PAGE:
Random readings on society, politics and change – Jorge Carrillo
Governments are wary of rapid urbanization, yet eager for the economic benefits that cities bring. The resulting tension is reflected in exclusionary cities created through strategies that privilege economic growth and result in many people being left behind. There is both exclusion from the city and exclusion and segregation in the city. This paper’s redefinition of inclusion moves beyond a focus on identity-based disadvantage, to frame inclusion as a counter to both overt discrimination and structurally created disadvantage. It explores three levels of inclusive urbanization: eliminating discriminatory exclusion, giving the disadvantaged a bigger voice in existing institutions, and guaranteeing human rights.
Drawing on examples of emerging economies, the paper points to the dangers of pursuing a growth-first strategy for urbanization, as exclusion can become entrenched and difficult to reverse, even with increased prosperity. It then examines how more inclusive urbanization can be achieved and how this relates to the Sustainable Development Goals (part of the 2030 Agenda). The world’s governments have committed themselves to balanced development that integrates economic, social and environmental goals, and have pledged that “no one will be left behind”. Inclusive urbanization is needed to achieve this balance, and to move the world towards the progressive realization of human rights for all.
The best longform stories on the web
Clean living under difficult circumstances
A Sussex University Anthropology blog
Alternative paradigms, practices and challenges
a blog on gender, citizenship and urban life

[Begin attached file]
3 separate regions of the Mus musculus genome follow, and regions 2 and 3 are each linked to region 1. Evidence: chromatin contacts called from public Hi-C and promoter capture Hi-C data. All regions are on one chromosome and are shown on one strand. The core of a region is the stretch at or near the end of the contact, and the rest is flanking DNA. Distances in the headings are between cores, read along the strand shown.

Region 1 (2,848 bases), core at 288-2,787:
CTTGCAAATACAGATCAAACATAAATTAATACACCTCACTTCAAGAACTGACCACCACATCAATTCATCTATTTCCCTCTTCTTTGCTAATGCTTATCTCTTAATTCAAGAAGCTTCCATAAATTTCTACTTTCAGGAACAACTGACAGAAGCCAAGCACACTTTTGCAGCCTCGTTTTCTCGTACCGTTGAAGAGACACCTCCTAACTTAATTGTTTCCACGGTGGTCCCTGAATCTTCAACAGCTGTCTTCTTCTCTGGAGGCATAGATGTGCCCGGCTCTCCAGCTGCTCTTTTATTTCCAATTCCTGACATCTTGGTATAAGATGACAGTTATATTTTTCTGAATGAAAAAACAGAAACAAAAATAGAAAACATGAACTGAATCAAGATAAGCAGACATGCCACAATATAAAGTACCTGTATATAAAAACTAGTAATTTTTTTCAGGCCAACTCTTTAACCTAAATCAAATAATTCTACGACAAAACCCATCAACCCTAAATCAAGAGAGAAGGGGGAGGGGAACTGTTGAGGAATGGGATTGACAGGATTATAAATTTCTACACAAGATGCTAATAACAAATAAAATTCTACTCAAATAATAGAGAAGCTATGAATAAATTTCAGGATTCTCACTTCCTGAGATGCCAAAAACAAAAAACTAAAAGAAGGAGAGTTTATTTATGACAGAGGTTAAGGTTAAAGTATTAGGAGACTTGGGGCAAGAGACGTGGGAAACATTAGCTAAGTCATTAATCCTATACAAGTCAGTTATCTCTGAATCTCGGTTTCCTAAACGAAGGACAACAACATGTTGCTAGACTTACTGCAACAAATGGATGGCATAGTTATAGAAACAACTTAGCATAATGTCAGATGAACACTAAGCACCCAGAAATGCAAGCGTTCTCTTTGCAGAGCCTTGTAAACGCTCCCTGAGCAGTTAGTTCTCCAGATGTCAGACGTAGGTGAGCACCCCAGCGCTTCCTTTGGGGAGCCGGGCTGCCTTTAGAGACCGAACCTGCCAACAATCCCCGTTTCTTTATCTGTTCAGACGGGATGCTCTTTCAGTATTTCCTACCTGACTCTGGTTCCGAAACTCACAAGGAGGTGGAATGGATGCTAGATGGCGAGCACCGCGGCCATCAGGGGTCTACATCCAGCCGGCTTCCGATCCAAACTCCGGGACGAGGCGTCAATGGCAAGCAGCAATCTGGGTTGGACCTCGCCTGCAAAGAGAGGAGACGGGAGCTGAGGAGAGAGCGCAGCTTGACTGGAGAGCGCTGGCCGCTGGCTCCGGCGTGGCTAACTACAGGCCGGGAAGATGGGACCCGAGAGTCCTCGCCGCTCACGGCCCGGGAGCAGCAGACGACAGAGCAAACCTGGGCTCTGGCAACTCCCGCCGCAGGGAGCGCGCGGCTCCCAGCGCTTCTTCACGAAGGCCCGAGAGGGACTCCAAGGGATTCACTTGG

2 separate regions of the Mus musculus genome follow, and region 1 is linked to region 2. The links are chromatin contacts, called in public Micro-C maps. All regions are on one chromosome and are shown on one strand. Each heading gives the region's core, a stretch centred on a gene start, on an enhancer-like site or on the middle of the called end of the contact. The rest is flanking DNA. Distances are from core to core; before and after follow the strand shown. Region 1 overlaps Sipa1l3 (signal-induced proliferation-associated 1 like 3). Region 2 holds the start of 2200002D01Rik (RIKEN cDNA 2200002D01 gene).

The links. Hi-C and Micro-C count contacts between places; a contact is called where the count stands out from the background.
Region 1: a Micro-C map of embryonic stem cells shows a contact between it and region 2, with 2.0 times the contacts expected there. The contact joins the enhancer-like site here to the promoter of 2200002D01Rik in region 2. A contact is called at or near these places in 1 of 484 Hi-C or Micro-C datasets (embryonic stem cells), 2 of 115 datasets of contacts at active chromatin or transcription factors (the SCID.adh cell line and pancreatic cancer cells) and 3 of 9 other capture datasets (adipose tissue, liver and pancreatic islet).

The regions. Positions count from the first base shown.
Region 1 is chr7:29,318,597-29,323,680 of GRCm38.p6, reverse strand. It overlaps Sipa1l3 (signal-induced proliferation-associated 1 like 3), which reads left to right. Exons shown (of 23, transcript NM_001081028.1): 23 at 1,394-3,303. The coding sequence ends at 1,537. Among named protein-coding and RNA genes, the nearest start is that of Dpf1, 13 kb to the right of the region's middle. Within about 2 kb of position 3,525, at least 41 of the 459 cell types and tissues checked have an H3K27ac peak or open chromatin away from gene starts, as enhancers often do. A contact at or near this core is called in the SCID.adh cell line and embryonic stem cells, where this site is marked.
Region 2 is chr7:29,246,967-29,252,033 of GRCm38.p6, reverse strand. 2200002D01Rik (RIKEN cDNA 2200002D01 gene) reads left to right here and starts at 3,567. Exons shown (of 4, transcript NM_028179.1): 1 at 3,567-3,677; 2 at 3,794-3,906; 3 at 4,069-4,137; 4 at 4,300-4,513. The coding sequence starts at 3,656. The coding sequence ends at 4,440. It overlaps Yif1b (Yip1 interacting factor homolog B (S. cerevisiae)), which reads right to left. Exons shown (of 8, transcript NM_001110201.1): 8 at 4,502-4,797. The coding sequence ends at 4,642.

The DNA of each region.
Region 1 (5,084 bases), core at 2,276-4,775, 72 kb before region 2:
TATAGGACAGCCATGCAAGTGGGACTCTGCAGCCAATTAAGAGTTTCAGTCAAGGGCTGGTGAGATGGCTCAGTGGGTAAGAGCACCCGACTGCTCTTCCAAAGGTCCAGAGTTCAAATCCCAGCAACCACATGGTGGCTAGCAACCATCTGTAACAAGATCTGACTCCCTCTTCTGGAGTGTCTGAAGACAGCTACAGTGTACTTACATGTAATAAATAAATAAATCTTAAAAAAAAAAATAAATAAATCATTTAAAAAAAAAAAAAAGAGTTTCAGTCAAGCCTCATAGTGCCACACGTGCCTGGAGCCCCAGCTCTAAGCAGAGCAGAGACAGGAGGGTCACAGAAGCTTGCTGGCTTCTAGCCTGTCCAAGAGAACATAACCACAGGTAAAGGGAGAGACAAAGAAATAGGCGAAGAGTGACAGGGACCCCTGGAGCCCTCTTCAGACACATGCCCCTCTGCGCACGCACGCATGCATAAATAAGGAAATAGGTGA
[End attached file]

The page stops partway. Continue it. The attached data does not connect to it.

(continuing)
Reinventing the Finnish City
a collaborative writing project on Political Ecology
The global community of researchers, students and activists interested in Economic Sociology and Political Economy (run by Oleg Komlik)
Individuals "...are therefore bigger than the world, because their worlds include not only the world considered as a whole but also many of its parts." - Lévy, 2013
Posts are by authors of papers published in the RWER. Anyone may comment.
Just another WordPress.com site
Thinking about place and power - a site written and curated by Stuart Elden
Words & Fotos ON / All rights reserved © Lee Yu Kyung 2016
urban informality + urban development
bridging community development and technology
Foreigners' Rights and Layman's Legal Overview for Thailand
News about the journal, new articles, free downloads and more
Je procrastine (beaucoup). Mais des fois j'écris (un peu).
an internet-based anthropology magazine
A motley group of international aid bloggers, practitioners, and critics. Interested in impact, poverty, evidence, and throwing things off planes.
THOUGHTS FOR THE POST-2008 WORLD
blogging from a marxist economist
People. Place. Technology.
A Blog on Urbanization and Global Environmental Change
Technology strategy and public policy